Southwest Michigan fruit update
Fruit growers alert as spring finally arrives with a warm weekend.
Forsythia is blooming. Warmer weather Sunday jump-started growth in fruit crops. Highs Sunday were in the 80s. There little chance of rain until the end of the week and lows will be above freezing. High will be near 60 and lows near 40. Check for the closest weather station at: enviroweather.msu.edu. There are many fruit related prediction tools on Enviro-weather.
Buds are swollen. As fruit buds develop, they become more susceptible to freezing injury. At this stage, overnight lows in the 20s can cause damage to the most advanced fruits. We are into the delayed dormant window for oil sprays. This is a good time to get these sprays on when lows will be above freezing for the foreseeable future.
Apricots are at red tip and can withstand 22°F with little damage.
Peaches are at bud swell and can withstand temperatures below 20°F. There is still time to apply materials such as ziram or chlorothalonil to reduce, but perhaps not completely suppress leaf curl symptoms. Copper programs to suppress bacterial spot on disease prone sites and varieties can start now.
Sweet cherry buds are green side to green tip and would be damaged by temperatures below 25°F. Tart cherries buds are at green tip and will be damaged at 26°F.
In plums, Japanese plums are well advanced at tight cluster. European plums are at the beginning of white side.
Apples are at green tip to early tight cluster, depending on the variety, and are now susceptible to apple scab. Growers can use the scab infection tool on MSU’s enviroweather website to track infection periods. Use of copper to help suppress fire blight should go on before tight cluster in order to minimize russet.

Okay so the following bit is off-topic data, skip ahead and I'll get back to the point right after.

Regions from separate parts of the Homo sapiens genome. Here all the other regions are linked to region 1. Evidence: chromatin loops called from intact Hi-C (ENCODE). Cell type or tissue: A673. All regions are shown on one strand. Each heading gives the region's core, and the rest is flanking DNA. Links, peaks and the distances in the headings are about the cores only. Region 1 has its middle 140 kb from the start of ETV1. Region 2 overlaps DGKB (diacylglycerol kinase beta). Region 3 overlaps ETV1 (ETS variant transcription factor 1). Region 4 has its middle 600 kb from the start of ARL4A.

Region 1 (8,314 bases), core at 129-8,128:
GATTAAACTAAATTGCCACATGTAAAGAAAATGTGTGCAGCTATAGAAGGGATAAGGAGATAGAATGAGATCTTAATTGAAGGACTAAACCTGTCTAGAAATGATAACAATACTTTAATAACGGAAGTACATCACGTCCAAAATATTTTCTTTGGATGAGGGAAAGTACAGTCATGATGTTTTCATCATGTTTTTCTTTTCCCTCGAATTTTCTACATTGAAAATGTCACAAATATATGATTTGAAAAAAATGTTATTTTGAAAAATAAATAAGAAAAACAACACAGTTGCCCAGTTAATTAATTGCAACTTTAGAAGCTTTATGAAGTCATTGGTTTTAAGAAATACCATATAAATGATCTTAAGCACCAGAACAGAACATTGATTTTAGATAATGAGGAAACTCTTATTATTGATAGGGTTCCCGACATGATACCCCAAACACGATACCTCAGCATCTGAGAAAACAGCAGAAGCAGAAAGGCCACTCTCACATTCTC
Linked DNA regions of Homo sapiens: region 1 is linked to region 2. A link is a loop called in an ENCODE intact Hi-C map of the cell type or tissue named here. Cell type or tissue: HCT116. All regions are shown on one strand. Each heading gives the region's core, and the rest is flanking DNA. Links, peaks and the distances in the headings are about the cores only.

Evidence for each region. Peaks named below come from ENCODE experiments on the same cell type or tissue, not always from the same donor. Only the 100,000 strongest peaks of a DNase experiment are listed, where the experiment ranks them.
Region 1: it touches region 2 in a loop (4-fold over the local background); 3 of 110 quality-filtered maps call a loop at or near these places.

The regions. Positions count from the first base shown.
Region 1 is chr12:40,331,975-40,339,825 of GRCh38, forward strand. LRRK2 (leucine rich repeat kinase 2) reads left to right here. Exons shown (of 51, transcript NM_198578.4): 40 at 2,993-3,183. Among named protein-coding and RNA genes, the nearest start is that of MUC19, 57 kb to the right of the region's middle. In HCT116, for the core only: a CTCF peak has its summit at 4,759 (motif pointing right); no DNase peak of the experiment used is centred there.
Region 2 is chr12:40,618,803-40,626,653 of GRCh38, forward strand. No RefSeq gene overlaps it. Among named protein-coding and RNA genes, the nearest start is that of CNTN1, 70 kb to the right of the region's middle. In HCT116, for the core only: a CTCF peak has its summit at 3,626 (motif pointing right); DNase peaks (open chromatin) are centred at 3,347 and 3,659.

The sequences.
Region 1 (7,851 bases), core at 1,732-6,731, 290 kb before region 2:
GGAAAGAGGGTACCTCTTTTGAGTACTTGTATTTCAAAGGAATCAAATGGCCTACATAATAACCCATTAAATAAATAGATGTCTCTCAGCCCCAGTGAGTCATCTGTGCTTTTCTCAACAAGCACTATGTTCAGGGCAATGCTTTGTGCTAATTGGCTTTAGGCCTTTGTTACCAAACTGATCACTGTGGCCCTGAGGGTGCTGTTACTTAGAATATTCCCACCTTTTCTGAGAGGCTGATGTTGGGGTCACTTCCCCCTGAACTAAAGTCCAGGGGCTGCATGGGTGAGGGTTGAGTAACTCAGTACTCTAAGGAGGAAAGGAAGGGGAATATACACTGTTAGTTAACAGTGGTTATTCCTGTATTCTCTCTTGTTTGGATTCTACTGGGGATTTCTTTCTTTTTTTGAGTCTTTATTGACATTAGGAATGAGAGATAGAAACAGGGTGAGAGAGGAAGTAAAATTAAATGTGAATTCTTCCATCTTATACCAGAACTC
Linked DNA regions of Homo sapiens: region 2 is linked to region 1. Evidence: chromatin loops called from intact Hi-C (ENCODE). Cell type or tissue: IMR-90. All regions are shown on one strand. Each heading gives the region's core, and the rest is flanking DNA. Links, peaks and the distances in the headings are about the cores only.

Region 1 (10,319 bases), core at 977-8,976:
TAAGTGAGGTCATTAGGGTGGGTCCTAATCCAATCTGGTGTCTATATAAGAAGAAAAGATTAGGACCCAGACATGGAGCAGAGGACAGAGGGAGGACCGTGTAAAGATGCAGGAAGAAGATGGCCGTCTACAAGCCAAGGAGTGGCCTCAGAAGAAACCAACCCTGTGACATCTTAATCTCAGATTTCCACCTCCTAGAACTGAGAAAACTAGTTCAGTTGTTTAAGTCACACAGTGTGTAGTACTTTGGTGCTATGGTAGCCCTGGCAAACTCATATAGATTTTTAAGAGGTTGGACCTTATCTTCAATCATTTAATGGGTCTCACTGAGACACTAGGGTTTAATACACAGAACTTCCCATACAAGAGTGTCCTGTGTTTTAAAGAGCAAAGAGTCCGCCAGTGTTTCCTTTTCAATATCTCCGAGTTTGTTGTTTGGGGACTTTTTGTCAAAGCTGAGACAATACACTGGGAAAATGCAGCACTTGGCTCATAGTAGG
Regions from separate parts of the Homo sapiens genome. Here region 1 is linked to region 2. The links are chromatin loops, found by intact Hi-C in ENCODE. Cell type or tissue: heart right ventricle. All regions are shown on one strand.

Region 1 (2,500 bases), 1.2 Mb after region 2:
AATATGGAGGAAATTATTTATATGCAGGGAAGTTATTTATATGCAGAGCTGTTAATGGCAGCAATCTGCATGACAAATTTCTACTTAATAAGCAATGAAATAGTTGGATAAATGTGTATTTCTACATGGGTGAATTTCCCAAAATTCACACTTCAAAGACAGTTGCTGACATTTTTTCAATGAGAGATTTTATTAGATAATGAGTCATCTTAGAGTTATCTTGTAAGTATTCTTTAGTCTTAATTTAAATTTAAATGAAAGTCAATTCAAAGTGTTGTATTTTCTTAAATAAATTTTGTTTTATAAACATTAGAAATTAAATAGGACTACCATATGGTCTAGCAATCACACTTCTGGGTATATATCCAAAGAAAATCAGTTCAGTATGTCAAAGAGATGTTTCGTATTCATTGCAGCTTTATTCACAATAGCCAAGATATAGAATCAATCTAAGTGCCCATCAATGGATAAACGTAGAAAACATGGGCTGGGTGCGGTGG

Pears are beginning to swell and pear psylla are out when warm weather returns.
Grapes are breaking dormancy. Pruning cuts are bleeding and some buds are at scale crack in Concord and Niagara. Some advanced varieties are at the beginning of early swell. Vinifera grapes are less advanced. There is still time to make an application of copper or sulfur to help reduce disease inoculum of phomopsis, if it was a problem last year.
Blueberry flower buds are swollen and leaf buds are moving. The most advanced leaf buds at the tips of the shoot have about 1/8 inch of green tissue exposed. Mummy berry apothecia are emerging from the mummies and will soon be releasing spores. Growers need to be prepared to protect against mummy berry shoot blight.
Strawberries have new leaves out and more emerging from the crown. The flower trusses are not yet visible. With the flowers in the ground, strawberries can easily withstand temperatures below 10°F.
Brambles have about ¼ inch of green tissue is showing. Applications of lime sulfur will help reduce anthracnose in plantings were this disease is a problem.